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Judicial review

This is a court process in which a judge reviews whether an action or decision taken by a public body was lawful. That public body might be a local authority, a health authority or a school’s board of governors.

The judge must decide whether the public body followed the correct procedures within the law in reaching the decision that it did.

If the judge finds that correct procedures were not followed, this does not mean the judge will substitute an alternative ‘decision’. The public body may be able to make the same decision again, as long as it does so in a lawful way, following correct procedures.

Parents can use judicial review to challenge how a local authority has acted. For example, if they think children’s services have not met a legal duty towards their child. This is unusual, however. Parents will normally need to follow the public body’s complaints procedure first. They will then need to refer the matter to the Ombudsman. Once those options have been exhausted, they may wish to consider applying for judicial review.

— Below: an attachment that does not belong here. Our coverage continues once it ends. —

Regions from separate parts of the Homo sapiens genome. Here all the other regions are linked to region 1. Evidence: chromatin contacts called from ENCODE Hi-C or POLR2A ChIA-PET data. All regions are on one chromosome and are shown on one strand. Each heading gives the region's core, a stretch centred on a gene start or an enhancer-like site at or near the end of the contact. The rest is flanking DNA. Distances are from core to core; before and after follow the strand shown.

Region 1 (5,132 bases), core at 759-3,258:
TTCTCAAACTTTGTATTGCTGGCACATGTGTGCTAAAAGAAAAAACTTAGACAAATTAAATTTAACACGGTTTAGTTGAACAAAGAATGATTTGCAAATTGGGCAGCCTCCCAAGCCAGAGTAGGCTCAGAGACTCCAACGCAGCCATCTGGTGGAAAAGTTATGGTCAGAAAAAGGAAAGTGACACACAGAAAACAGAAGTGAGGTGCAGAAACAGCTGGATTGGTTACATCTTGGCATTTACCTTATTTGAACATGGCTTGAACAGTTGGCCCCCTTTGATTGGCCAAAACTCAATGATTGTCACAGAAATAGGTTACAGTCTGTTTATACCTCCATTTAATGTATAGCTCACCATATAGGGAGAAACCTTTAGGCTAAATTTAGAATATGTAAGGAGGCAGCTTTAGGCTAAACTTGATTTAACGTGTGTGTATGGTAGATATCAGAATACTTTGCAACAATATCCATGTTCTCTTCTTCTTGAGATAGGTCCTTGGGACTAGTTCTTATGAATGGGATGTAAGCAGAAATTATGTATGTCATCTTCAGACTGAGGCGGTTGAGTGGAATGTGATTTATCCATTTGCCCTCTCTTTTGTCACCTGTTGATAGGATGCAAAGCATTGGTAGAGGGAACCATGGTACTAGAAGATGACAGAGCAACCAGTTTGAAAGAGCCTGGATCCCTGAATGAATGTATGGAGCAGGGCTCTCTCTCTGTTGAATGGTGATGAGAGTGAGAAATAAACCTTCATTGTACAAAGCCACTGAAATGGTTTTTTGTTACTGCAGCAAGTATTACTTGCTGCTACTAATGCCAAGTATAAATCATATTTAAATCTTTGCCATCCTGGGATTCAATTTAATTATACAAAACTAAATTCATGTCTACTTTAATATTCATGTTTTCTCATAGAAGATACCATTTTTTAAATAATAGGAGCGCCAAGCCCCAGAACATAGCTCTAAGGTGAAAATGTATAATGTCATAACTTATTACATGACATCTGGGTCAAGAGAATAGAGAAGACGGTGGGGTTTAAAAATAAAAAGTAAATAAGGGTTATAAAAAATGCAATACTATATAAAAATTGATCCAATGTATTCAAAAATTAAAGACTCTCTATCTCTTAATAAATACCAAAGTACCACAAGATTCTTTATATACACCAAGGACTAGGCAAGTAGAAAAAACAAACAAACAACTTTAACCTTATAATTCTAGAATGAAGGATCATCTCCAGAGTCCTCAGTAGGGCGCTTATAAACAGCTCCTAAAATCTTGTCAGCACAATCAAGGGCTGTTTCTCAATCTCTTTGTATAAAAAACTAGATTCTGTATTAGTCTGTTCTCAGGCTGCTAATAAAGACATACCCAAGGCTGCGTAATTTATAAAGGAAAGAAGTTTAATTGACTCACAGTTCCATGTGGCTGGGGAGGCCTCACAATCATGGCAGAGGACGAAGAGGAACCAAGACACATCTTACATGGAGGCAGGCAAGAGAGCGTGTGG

For more information see our advice pages on:

Complaints

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